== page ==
I never expected that a single place could speak to me for the rest of my lifetime.

I knew, from the moment I set eyes on this river house and its countryside, that I would love it as my parents did. It was an inexplicable love, greater than the connection my parents had for this place, greater than the hours spent watching the sun cast its light into the water, greater than the sunset over the pasture or than the creatures who come to visit.

Who’d have thunk?

I have always had a restless heart. The need to experience what is not present has been a propelling force in my life. The desire for opposites drives me. Except here.

When I’m writing, I don’t spend as much time sitting out under the sky at morning and sunset, but the place remains present in my eye. The sounds that change with breeze and season. The color of light on water. The rain. The breeze and its touch on the deep notes of windchime that tell me the wind’s direction. Change  comes to small things. And there is no boredom in it, no same in the sameness.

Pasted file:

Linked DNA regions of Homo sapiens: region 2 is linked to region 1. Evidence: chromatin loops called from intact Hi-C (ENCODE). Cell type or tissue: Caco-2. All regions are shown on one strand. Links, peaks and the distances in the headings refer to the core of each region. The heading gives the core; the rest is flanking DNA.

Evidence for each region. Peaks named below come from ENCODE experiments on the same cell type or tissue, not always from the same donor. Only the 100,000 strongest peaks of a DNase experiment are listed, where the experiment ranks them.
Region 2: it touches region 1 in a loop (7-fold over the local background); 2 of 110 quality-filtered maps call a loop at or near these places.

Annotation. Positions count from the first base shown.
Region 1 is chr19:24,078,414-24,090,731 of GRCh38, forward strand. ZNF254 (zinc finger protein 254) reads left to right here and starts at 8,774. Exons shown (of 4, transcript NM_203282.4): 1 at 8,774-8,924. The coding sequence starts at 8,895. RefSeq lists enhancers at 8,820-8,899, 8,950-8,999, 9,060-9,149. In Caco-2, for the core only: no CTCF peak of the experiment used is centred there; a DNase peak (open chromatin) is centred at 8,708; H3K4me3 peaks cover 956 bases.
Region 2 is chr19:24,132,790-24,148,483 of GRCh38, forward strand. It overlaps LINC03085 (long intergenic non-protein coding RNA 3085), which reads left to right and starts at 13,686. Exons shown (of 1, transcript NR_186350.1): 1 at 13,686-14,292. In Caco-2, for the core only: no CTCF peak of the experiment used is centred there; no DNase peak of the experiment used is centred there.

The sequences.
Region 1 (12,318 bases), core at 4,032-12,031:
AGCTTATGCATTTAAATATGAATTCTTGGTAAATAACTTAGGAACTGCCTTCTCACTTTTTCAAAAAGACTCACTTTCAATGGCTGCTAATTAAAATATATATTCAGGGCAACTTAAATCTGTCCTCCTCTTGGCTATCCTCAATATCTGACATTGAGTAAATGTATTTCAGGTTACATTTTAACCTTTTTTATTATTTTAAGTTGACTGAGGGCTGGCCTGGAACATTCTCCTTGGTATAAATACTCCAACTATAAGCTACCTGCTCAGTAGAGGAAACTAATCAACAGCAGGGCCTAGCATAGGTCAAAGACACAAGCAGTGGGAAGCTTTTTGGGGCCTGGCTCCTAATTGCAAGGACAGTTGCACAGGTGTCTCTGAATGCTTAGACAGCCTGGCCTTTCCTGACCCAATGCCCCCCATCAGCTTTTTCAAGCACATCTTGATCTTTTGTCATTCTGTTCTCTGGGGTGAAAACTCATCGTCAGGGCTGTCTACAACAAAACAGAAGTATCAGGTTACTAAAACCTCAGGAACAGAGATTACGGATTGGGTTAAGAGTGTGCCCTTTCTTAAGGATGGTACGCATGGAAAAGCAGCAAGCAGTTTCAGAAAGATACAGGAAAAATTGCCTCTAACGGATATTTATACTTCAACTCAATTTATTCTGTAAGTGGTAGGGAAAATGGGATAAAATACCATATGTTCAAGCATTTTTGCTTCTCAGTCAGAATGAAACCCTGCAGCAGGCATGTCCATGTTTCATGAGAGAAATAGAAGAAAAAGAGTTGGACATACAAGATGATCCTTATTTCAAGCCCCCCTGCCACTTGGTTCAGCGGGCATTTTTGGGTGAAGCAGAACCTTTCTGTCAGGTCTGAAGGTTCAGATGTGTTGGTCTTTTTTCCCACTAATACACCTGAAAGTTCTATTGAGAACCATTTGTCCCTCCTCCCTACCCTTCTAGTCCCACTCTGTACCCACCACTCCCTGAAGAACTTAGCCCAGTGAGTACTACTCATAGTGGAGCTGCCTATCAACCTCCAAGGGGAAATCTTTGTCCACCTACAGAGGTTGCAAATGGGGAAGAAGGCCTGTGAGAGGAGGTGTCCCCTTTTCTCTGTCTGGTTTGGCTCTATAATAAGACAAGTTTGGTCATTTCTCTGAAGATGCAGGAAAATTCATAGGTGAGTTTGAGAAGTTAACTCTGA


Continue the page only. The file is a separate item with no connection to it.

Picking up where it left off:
These are the elements that inhabit my writing. The silence that gives me my voice; the ever-different backdrop of my life. It is not a settling for less than everything. It is not the product of getting older. Minute by minute and day by day, the same-and-changing experience tells me everything about itself. And about myself.

Do all writers have this: a place that speaks to us, that helps us write–even if it is only a place in our heads?

For me, the view from a chair. The who I am when all else is stubbornly absent. Of the earth, by the earth, the gift my parents gave me.